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  1. #1
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    Hi-frequency content of 24/96 files?

    So, I used Adobe Audition 3 to perform a frequency analysis of a 24-bit/96Khz 'Studio Master' file from Linn Records (it's the 'Amen' from the Mozart Requiem). The FLAC was converted to WAV by foobar2000 before loading into Audition BTW.

    I'm wondering why there's a bunch of high frequency material after 30000 then it drops away? Perhaps this isn't a true picture and something in the conversion and analysis isn't right?
    Last edited by amcluesent; 2008-07-01 at 10:59.

  2. #2
    That's interesting... This is what SND said about B.Britten: Simple Symphony, Op. 4, downloaded from http://www.2l.no/hires/index.html (Stereo WAV 24/96):


    Can't make bbcode work. This is the link to the picture: http://i263.photobucket.com/albums/i..._stereowav.png
    Last edited by alekz; 2008-07-01 at 11:59.

  3. #3
    Senior Member Pale Blue Ego's Avatar
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    Probably a limitation of the microphones.

  4. #4
    Senior Member pfarrell's Avatar
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    For example, here is the Neumann site's spec sheet on the U87 mic, a classic "go to mic" for vocals

    http://www.neumann.com/zoom.php?zoom...am&w=878&h=278

    The classic Neumann M50 is spec'd at "Frequency response: 40 - 16 000 cps"
    meaning 40 hZ to 16kHz in modern language

  5. #5
    Founder, Slim Devices seanadams's Avatar
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    The energy _must_ go to zero before reaching 48KHz because that is the nyquist frequency. Note the log scale - that is exactly what happens, although it may not look it at first glance.

    But that is a very sharp drop indeed, and it's hard to say why it rises so quickly after 22KHz before hitting that brick wall. I would think that a "good" 24/96 recording should have just a small amount of energy above 22KHz, tapering off gradually before hitting 48. The sharp drop suggests it may not have been LP filtered anywhere in he process.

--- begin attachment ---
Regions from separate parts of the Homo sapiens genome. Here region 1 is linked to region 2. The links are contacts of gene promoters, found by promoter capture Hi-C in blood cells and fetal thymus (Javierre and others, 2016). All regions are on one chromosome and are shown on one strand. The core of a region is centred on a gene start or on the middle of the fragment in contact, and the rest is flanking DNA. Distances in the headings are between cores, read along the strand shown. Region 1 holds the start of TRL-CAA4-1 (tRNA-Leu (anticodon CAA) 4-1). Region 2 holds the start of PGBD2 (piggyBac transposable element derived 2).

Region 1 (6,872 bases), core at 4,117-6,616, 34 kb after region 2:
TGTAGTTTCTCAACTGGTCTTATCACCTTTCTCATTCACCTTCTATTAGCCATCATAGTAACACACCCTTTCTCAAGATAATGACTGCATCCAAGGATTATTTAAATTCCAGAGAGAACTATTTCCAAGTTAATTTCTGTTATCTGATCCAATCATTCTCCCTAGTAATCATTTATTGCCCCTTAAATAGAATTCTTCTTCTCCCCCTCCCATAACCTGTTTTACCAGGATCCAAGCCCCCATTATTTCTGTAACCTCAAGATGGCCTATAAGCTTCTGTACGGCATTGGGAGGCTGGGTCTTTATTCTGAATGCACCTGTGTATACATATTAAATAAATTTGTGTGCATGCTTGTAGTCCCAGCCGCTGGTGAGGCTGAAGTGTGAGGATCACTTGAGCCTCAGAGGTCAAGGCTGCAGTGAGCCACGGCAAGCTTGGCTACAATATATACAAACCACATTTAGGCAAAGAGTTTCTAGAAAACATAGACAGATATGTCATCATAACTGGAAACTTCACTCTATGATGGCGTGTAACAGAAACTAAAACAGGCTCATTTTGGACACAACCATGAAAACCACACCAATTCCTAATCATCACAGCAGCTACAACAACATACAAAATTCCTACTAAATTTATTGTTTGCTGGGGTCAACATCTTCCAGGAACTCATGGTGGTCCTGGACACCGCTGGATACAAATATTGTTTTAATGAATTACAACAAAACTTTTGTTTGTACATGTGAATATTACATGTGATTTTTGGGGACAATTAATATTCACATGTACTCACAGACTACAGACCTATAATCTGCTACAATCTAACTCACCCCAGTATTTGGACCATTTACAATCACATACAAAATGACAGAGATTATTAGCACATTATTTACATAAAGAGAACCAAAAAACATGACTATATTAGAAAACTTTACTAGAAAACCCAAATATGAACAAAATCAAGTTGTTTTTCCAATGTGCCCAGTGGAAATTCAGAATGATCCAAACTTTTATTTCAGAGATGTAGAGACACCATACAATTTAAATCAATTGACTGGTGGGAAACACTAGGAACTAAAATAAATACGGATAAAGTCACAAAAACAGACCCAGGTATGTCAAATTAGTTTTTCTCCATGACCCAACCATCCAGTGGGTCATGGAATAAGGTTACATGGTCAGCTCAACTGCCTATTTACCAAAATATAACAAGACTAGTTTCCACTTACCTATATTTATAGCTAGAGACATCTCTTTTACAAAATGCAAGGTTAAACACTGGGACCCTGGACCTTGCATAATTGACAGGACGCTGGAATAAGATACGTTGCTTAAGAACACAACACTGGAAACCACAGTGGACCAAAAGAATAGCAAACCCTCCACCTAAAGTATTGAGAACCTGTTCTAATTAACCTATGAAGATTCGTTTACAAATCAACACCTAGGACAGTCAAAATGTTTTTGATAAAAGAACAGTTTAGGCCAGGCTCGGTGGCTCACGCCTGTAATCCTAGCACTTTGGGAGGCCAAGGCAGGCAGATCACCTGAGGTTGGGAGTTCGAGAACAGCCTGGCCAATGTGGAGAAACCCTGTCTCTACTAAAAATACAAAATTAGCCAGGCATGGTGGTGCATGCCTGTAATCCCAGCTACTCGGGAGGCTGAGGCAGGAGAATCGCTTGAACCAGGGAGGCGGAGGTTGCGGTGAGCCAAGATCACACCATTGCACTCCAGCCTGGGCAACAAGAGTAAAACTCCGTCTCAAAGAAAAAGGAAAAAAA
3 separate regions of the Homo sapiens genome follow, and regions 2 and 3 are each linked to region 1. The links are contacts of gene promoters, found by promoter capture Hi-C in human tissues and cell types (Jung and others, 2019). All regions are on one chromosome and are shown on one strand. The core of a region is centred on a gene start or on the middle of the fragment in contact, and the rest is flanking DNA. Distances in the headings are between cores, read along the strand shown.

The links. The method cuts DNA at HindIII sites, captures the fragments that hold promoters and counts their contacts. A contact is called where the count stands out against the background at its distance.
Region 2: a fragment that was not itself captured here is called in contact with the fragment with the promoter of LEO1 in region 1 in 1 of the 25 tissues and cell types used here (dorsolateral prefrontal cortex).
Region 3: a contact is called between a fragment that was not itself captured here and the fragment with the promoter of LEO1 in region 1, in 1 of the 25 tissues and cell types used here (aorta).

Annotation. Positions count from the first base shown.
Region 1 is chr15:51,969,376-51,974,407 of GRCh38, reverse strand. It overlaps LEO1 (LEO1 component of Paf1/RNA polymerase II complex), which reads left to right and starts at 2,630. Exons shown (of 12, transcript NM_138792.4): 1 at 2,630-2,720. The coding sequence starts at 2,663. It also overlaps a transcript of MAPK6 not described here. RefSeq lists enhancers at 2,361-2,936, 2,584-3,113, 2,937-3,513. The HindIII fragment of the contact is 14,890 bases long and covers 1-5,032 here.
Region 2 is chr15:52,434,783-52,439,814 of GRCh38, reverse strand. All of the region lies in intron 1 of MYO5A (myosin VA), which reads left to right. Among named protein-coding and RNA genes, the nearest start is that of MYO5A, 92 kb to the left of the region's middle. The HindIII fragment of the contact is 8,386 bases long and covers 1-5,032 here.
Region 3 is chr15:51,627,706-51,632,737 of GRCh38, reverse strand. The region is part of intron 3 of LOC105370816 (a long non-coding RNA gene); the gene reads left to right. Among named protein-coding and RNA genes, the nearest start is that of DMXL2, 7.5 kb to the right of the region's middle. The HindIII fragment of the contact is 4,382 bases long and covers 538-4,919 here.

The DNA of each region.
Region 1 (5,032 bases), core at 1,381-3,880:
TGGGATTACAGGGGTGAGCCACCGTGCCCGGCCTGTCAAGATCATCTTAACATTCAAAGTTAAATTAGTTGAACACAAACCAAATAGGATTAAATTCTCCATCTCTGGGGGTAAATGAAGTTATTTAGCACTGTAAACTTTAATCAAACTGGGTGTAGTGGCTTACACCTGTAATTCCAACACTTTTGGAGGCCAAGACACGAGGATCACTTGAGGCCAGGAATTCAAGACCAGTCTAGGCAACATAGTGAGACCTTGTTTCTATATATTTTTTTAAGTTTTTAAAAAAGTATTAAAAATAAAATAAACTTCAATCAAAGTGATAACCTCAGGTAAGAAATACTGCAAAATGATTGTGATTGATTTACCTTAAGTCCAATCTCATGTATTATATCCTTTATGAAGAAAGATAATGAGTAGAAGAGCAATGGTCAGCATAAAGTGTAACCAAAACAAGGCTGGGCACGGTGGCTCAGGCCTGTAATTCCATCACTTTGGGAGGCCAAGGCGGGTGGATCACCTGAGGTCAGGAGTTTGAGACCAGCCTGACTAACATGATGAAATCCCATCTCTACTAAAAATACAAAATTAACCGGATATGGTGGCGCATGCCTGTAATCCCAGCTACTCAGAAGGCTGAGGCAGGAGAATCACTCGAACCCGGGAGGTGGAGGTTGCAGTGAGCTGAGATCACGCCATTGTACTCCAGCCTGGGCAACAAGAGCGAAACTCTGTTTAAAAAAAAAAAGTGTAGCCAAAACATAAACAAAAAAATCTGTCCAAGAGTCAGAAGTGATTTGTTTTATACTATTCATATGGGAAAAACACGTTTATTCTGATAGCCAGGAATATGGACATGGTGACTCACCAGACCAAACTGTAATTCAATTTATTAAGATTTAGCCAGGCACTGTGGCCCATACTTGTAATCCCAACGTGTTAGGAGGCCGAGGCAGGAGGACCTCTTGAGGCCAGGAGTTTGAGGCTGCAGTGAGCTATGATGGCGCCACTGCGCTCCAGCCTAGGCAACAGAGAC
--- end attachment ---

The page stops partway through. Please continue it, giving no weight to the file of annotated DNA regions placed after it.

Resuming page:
I'd say it's probable that this material was not mastered properly, perhaps due to 44.1 processing/equipment being used in the process. For example, older ∆∑ DACs generate quite a bit of noise above 22KHz unless it is properly filtered in the analog domain. Perhaps some such equipment was in the chain. Or perhaps an poorly implemented ADC stage captured some aliasing. I'm just speculating - it's not really my area of expertise, and there are too many possibilities because so much equipment designed to assume a 22KHz filter at playback.

    I think it would be interesting to look at other files, and smaller excerpts.

  6. #6
    Senior Member pfarrell's Avatar
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    Hi-frequency content of 24/96 files?

    seanadams wrote:
    > The energy _must_ go to zero before reaching 48KHz because that is the
    > nyquist frequency. Note the log scale - that is exactly what happens,
    > although it may not look it at first glance.


    True, that doesn't explain the relative peak from 30kHz to 40k or so.
    Note, its down 35+ db, from the peak, so its pretty minor no matter what
    it is.

    > I'd say it's probable that this material was not mastered properly,
    > perhaps due to 44.1 processing/equipment being used in the process.


    Kind of defeats the purpose of 96kHz marketing if they used 44.1k or 48k


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    http://www.pfarrell.com/


  7. #7
    Senior Member pfarrell's Avatar
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    Quote Originally Posted by alekz View Post
    This shows all the over 20kHz stuff down 90 to 100 dB.
    That means it is realistically non-existent.

    Typically, "down 70 dB" means "cut out completely" since humans only have about 90dB of range. Plus a quiet living room is typically 35dB, and threshold of pain is about 96dB above that.

  8. #8
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    So, a few more hi-res files analysed by Adobe Edition 3.

    These tracks were taken from (in order) -

    1) Linn Records, 24/88 Studio Master of Mozart Symphonies

    2) The Doors, The Doors 24/96

    3) Philip Glass, Koyaanisqatsi, so-called 24/96!

    No wonder some people are saying they can't hear any difference over 16/44.1!
    Last edited by amcluesent; 2008-07-02 at 01:46.

  9. #9
    Senior Member mudlark's Avatar
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    I feel that many people forget the masking effect of frequencies at higher levels than these "audiophile" frequencies above 20Khz. In the general course of a piece of music there are few occasions when there is space in the overall sound to hear high frequency material. If the high frequencies are more than 20dB down from the main noise level it is unlikely that you would hear the high frequencies at all.

    I would be interested to see copies of research about high frequency event audiability in the run of a typical music program.
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  10. #10
    Quote Originally Posted by pfarrell View Post
    This shows all the over 20kHz stuff down 90 to 100 dB.
    That means it is realistically non-existent.

    Typically, "down 70 dB" means "cut out completely" since humans only have about 90dB of range. Plus a quiet living room is typically 35dB, and threshold of pain is about 96dB above that.
    I agree, my point was that 2L recordings do not have any sharp "jumps" or "drops" in their spectrum. They do look (and sound) like honest 24/96. Not that many are available, though...

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